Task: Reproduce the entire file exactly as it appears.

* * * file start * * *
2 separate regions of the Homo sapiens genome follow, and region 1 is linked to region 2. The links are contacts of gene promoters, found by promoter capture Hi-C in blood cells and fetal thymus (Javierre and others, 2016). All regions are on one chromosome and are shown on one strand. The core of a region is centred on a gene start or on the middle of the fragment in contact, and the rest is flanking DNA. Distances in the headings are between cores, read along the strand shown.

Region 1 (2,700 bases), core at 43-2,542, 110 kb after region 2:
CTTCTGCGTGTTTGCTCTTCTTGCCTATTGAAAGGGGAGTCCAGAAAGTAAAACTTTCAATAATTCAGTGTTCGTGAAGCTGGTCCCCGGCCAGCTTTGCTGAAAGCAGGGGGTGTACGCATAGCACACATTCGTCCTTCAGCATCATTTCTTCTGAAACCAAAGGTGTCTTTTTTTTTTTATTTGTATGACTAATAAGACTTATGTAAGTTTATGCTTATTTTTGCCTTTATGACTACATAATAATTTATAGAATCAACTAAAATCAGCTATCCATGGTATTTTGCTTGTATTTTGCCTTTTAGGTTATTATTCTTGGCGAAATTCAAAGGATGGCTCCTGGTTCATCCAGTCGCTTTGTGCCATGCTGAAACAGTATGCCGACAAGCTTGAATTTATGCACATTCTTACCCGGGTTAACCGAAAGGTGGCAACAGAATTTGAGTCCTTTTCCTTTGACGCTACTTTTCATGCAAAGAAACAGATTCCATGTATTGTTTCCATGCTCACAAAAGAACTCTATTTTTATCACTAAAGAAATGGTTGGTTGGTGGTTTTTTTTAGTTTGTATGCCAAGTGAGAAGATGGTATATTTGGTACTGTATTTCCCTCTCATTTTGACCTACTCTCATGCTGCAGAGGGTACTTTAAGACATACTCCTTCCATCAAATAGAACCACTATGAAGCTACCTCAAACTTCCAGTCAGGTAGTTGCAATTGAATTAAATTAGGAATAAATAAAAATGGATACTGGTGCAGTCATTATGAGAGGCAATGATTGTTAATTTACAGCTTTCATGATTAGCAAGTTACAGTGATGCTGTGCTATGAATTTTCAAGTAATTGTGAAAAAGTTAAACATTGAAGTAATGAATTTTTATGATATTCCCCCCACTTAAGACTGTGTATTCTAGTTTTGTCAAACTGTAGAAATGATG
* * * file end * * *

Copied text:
2 separate regions of the Homo sapiens genome follow, and region 1 is linked to region 2. The links are contacts of gene promoters, found by promoter capture Hi-C in blood cells and fetal thymus (Javierre and others, 2016). All regions are on one chromosome and are shown on one strand. The core of a region is centred on a gene start or on the middle of the fragment in contact, and the rest is flanking DNA. Distances in the headings are between cores, read along the strand shown.

Region 1 (2,700 bases), core at 43-2,542, 110 kb after region 2:
CTTCTGCGTGTTTGCTCTTCTTGCCTATTGAAAGGGGAGTCCAGAAAGTAAAACTTTCAATAATTCAGTGTTCGTGAAGCTGGTCCCCGGCCAGCTTTGCTGAAAGCAGGGGGTGTACGCATAGCACACATTCGTCCTTCAGCATCATTTCTTCTGAAACCAAAGGTGTCTTTTTTTTTTTATTTGTATGACTAATAAGACTTATGTAAGTTTATGCTTATTTTTGCCTTTATGACTACATAATAATTTATAGAATCAACTAAAATCAGCTATCCATGGTATTTTGCTTGTATTTTGCCTTTTAGGTTATTATTCTTGGCGAAATTCAAAGGATGGCTCCTGGTTCATCCAGTCGCTTTGTGCCATGCTGAAACAGTATGCCGACAAGCTTGAATTTATGCACATTCTTACCCGGGTTAACCGAAAGGTGGCAACAGAATTTGAGTCCTTTTCCTTTGACGCTACTTTTCATGCAAAGAAACAGATTCCATGTATTGTTTCCATGCTCACAAAAGAACTCTATTTTTATCACTAAAGAAATGGTTGGTTGGTGGTTTTTTTTAGTTTGTATGCCAAGTGAGAAGATGGTATATTTGGTACTGTATTTCCCTCTCATTTTGACCTACTCTCATGCTGCAGAGGGTACTTTAAGACATACTCCTTCCATCAAATAGAACCACTATGAAGCTACCTCAAACTTCCAGTCAGGTAGTTGCAATTGAATTAAATTAGGAATAAATAAAAATGGATACTGGTGCAGTCATTATGAGAGGCAATGATTGTTAATTTACAGCTTTCATGATTAGCAAGTTACAGTGATGCTGTGCTATGAATTTTCAAGTAATTGTGAAAAAGTTAAACATTGAAGTAATGAATTTTTATGATATTCCCCCCACTTAAGACTGTGTATTCTAGTTTTGTCAAACTGTAGAAATGATG